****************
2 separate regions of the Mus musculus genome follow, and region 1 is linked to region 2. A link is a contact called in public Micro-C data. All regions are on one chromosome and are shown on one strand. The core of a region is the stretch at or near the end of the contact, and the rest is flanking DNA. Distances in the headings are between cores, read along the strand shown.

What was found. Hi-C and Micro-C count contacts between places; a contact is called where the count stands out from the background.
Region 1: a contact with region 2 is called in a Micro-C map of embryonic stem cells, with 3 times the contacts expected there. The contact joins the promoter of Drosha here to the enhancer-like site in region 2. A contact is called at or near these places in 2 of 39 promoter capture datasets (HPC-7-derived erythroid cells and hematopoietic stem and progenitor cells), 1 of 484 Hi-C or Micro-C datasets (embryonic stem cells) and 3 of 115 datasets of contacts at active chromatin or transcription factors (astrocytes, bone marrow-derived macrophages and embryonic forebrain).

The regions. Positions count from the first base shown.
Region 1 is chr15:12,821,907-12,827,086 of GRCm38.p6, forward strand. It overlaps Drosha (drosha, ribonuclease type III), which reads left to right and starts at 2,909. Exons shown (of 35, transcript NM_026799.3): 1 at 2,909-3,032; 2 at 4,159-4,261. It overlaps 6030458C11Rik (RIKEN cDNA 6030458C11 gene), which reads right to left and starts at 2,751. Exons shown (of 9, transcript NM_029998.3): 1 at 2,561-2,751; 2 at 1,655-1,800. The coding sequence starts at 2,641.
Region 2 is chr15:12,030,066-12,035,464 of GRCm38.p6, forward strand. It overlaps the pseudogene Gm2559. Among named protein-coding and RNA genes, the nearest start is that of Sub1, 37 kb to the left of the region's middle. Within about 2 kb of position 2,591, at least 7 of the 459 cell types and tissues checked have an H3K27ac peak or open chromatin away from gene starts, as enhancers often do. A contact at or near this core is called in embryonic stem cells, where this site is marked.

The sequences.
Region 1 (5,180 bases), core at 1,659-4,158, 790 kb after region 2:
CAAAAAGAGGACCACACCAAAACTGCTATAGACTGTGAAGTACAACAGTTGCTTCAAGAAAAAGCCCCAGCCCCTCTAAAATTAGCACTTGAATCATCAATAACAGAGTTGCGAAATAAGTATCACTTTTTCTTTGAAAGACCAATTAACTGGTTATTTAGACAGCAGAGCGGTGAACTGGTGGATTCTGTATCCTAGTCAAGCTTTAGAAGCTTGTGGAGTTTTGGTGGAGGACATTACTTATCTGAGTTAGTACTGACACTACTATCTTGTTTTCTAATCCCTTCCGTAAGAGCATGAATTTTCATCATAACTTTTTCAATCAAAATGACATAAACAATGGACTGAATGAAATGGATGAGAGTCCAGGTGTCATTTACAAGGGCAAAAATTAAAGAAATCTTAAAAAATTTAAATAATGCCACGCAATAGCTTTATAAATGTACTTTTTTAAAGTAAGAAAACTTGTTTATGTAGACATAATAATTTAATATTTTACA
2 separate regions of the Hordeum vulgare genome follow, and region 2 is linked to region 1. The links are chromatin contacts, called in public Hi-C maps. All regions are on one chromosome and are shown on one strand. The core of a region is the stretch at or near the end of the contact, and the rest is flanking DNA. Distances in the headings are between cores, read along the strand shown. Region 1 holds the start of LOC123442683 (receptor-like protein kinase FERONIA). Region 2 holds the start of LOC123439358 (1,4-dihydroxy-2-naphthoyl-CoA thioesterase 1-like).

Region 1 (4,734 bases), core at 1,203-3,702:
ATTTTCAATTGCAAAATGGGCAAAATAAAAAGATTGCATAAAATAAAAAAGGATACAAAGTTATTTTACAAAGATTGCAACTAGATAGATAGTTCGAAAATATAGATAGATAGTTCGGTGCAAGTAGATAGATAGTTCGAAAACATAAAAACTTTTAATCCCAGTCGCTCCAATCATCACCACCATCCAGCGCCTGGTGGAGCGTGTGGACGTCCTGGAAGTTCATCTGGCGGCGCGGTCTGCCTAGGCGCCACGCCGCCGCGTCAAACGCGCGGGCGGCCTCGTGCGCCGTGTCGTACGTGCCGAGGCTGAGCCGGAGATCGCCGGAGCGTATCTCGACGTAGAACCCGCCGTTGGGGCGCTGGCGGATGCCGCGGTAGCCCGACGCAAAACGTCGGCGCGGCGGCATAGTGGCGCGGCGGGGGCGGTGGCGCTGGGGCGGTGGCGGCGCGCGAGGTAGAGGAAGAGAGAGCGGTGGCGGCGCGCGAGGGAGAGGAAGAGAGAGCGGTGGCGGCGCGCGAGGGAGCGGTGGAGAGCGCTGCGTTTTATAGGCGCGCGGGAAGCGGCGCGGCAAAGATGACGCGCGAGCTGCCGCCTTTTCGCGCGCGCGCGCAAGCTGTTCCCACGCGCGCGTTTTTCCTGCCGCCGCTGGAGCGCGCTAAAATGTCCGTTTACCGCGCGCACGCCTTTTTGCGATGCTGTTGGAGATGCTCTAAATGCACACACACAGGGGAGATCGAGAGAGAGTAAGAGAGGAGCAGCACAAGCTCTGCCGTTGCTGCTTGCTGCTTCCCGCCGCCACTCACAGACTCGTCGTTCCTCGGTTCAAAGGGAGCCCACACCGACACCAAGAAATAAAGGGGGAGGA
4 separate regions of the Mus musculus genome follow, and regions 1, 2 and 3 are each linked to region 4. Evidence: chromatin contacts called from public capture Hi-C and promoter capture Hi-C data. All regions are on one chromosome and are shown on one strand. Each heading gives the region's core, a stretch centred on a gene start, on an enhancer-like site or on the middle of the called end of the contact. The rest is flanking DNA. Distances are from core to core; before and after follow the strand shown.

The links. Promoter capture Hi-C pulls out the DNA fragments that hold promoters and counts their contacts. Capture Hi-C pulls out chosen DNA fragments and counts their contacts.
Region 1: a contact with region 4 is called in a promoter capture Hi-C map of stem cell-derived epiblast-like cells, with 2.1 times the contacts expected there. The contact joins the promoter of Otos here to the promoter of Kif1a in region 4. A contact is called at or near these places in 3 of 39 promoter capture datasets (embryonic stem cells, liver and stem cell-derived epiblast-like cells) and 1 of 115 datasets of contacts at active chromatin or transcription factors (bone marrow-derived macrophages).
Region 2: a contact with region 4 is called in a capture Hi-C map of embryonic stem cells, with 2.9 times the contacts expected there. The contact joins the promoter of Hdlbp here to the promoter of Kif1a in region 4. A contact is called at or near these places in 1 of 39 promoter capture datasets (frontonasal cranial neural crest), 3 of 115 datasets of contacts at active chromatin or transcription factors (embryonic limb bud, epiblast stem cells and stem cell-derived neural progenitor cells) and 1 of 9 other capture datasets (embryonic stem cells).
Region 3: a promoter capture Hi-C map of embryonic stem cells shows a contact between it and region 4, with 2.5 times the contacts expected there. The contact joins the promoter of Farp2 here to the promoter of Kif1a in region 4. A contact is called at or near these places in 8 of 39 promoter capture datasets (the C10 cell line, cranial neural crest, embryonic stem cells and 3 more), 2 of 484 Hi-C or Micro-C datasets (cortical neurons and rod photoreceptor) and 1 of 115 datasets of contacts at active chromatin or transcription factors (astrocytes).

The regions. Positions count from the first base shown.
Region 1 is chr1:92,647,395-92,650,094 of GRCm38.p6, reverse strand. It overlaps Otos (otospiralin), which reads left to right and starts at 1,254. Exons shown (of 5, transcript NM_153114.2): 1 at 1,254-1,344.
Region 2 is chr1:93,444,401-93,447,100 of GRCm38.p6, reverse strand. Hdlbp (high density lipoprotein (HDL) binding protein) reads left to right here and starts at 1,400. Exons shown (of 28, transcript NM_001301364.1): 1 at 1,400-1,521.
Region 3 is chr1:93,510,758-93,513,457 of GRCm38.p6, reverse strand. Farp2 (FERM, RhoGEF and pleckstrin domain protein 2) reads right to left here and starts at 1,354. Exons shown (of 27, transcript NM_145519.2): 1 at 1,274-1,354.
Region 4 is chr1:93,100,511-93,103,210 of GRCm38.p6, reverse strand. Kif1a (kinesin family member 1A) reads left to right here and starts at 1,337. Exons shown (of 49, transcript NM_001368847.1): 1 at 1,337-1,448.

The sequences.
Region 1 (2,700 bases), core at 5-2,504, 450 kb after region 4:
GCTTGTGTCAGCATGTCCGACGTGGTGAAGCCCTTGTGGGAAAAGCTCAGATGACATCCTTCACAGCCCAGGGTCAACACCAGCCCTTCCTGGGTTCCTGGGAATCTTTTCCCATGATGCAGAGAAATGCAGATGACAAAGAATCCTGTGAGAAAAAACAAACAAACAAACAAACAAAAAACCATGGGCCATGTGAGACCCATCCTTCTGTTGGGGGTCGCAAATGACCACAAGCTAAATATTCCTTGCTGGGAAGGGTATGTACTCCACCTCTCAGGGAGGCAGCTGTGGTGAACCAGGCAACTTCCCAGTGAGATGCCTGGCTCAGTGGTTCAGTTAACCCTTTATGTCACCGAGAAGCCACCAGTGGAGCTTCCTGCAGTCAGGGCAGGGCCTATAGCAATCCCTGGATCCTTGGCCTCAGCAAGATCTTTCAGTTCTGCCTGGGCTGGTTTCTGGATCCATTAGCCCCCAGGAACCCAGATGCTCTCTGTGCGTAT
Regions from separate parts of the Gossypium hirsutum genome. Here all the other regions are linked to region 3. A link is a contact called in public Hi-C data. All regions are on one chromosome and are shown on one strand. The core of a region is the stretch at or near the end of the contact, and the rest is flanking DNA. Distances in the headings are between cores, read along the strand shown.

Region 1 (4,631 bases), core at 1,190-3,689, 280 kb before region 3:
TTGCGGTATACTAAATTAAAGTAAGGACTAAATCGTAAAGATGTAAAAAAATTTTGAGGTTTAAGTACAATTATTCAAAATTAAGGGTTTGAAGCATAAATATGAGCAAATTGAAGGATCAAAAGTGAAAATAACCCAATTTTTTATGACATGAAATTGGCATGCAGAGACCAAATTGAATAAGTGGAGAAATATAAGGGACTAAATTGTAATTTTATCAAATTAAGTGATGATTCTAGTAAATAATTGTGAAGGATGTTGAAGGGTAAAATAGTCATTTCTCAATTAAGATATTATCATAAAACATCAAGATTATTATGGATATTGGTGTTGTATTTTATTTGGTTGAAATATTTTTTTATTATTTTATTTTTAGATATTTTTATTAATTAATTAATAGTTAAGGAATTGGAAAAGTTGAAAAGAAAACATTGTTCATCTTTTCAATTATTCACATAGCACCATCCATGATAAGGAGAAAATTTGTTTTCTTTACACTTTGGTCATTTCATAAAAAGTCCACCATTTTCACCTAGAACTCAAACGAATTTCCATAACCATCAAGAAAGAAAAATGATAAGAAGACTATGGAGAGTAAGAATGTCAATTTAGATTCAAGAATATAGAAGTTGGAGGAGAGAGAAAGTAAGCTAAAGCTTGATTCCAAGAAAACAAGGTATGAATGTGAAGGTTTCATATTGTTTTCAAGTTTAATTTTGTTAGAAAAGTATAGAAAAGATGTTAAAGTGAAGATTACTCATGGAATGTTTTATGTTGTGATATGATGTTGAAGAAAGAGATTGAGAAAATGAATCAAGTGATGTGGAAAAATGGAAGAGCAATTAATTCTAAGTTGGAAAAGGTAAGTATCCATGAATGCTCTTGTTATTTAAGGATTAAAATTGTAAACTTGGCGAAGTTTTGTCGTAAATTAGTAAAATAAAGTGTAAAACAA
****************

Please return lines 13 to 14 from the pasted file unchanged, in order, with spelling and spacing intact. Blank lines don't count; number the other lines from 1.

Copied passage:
4 separate regions of the Mus musculus genome follow, and regions 1, 2 and 3 are each linked to region 4. Evidence: chromatin contacts called from public capture Hi-C and promoter capture Hi-C data. All regions are on one chromosome and are shown on one strand. Each heading gives the region's core, a stretch centred on a gene start, on an enhancer-like site or on the middle of the called end of the contact. The rest is flanking DNA. Distances are from core to core; before and after follow the strand shown.

The links. Promoter capture Hi-C pulls out the DNA fragments that hold promoters and counts their contacts. Capture Hi-C pulls out chosen DNA fragments and counts their contacts.